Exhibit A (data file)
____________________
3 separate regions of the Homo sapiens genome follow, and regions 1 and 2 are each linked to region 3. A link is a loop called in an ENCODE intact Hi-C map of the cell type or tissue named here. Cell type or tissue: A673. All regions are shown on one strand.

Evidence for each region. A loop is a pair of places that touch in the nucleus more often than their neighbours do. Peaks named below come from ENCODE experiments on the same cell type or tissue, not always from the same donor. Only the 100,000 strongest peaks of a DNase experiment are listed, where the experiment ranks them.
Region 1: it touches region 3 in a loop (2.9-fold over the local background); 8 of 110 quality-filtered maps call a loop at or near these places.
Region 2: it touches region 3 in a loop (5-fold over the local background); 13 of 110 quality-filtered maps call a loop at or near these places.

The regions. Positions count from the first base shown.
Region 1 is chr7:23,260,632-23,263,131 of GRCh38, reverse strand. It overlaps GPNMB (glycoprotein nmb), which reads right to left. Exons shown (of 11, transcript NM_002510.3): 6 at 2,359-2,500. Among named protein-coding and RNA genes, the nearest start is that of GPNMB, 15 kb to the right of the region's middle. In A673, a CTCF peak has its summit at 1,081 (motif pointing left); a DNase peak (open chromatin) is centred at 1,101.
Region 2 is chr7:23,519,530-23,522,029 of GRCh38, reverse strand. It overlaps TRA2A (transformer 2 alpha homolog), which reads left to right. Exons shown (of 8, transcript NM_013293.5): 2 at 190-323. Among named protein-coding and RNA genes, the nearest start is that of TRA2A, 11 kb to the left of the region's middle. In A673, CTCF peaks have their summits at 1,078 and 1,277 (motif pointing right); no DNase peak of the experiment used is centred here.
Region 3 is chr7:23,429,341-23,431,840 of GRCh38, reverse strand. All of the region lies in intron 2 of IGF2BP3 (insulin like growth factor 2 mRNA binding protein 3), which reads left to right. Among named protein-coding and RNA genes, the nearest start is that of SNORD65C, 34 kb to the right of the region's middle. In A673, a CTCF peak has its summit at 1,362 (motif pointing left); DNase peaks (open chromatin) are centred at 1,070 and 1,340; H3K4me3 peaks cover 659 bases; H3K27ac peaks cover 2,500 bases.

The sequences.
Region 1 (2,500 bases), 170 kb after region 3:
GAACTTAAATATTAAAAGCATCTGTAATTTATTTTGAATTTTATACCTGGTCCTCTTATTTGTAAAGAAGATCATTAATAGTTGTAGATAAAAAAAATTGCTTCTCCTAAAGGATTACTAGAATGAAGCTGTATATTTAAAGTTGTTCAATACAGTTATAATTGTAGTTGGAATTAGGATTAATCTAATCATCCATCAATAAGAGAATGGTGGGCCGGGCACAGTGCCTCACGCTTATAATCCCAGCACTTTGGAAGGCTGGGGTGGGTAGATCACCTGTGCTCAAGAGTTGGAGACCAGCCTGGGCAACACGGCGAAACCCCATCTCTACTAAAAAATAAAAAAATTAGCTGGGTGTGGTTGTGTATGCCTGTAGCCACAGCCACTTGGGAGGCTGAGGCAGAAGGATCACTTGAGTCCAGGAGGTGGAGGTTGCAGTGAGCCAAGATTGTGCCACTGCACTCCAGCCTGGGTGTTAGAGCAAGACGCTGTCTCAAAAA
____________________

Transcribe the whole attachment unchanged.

3 separate regions of the Homo sapiens genome follow, and regions 1 and 2 are each linked to region 3. A link is a loop called in an ENCODE intact Hi-C map of the cell type or tissue named here. Cell type or tissue: A673. All regions are shown on one strand.

Evidence for each region. A loop is a pair of places that touch in the nucleus more often than their neighbours do. Peaks named below come from ENCODE experiments on the same cell type or tissue, not always from the same donor. Only the 100,000 strongest peaks of a DNase experiment are listed, where the experiment ranks them.
Region 1: it touches region 3 in a loop (2.9-fold over the local background); 8 of 110 quality-filtered maps call a loop at or near these places.
Region 2: it touches region 3 in a loop (5-fold over the local background); 13 of 110 quality-filtered maps call a loop at or near these places.

The regions. Positions count from the first base shown.
Region 1 is chr7:23,260,632-23,263,131 of GRCh38, reverse strand. It overlaps GPNMB (glycoprotein nmb), which reads right to left. Exons shown (of 11, transcript NM_002510.3): 6 at 2,359-2,500. Among named protein-coding and RNA genes, the nearest start is that of GPNMB, 15 kb to the right of the region's middle. In A673, a CTCF peak has its summit at 1,081 (motif pointing left); a DNase peak (open chromatin) is centred at 1,101.
Region 2 is chr7:23,519,530-23,522,029 of GRCh38, reverse strand. It overlaps TRA2A (transformer 2 alpha homolog), which reads left to right. Exons shown (of 8, transcript NM_013293.5): 2 at 190-323. Among named protein-coding and RNA genes, the nearest start is that of TRA2A, 11 kb to the left of the region's middle. In A673, CTCF peaks have their summits at 1,078 and 1,277 (motif pointing right); no DNase peak of the experiment used is centred here.
Region 3 is chr7:23,429,341-23,431,840 of GRCh38, reverse strand. All of the region lies in intron 2 of IGF2BP3 (insulin like growth factor 2 mRNA binding protein 3), which reads left to right. Among named protein-coding and RNA genes, the nearest start is that of SNORD65C, 34 kb to the right of the region's middle. In A673, a CTCF peak has its summit at 1,362 (motif pointing left); DNase peaks (open chromatin) are centred at 1,070 and 1,340; H3K4me3 peaks cover 659 bases; H3K27ac peaks cover 2,500 bases.

The sequences.
Region 1 (2,500 bases), 170 kb after region 3:
GAACTTAAATATTAAAAGCATCTGTAATTTATTTTGAATTTTATACCTGGTCCTCTTATTTGTAAAGAAGATCATTAATAGTTGTAGATAAAAAAAATTGCTTCTCCTAAAGGATTACTAGAATGAAGCTGTATATTTAAAGTTGTTCAATACAGTTATAATTGTAGTTGGAATTAGGATTAATCTAATCATCCATCAATAAGAGAATGGTGGGCCGGGCACAGTGCCTCACGCTTATAATCCCAGCACTTTGGAAGGCTGGGGTGGGTAGATCACCTGTGCTCAAGAGTTGGAGACCAGCCTGGGCAACACGGCGAAACCCCATCTCTACTAAAAAATAAAAAAATTAGCTGGGTGTGGTTGTGTATGCCTGTAGCCACAGCCACTTGGGAGGCTGAGGCAGAAGGATCACTTGAGTCCAGGAGGTGGAGGTTGCAGTGAGCCAAGATTGTGCCACTGCACTCCAGCCTGGGTGTTAGAGCAAGACGCTGTCTCAAAAA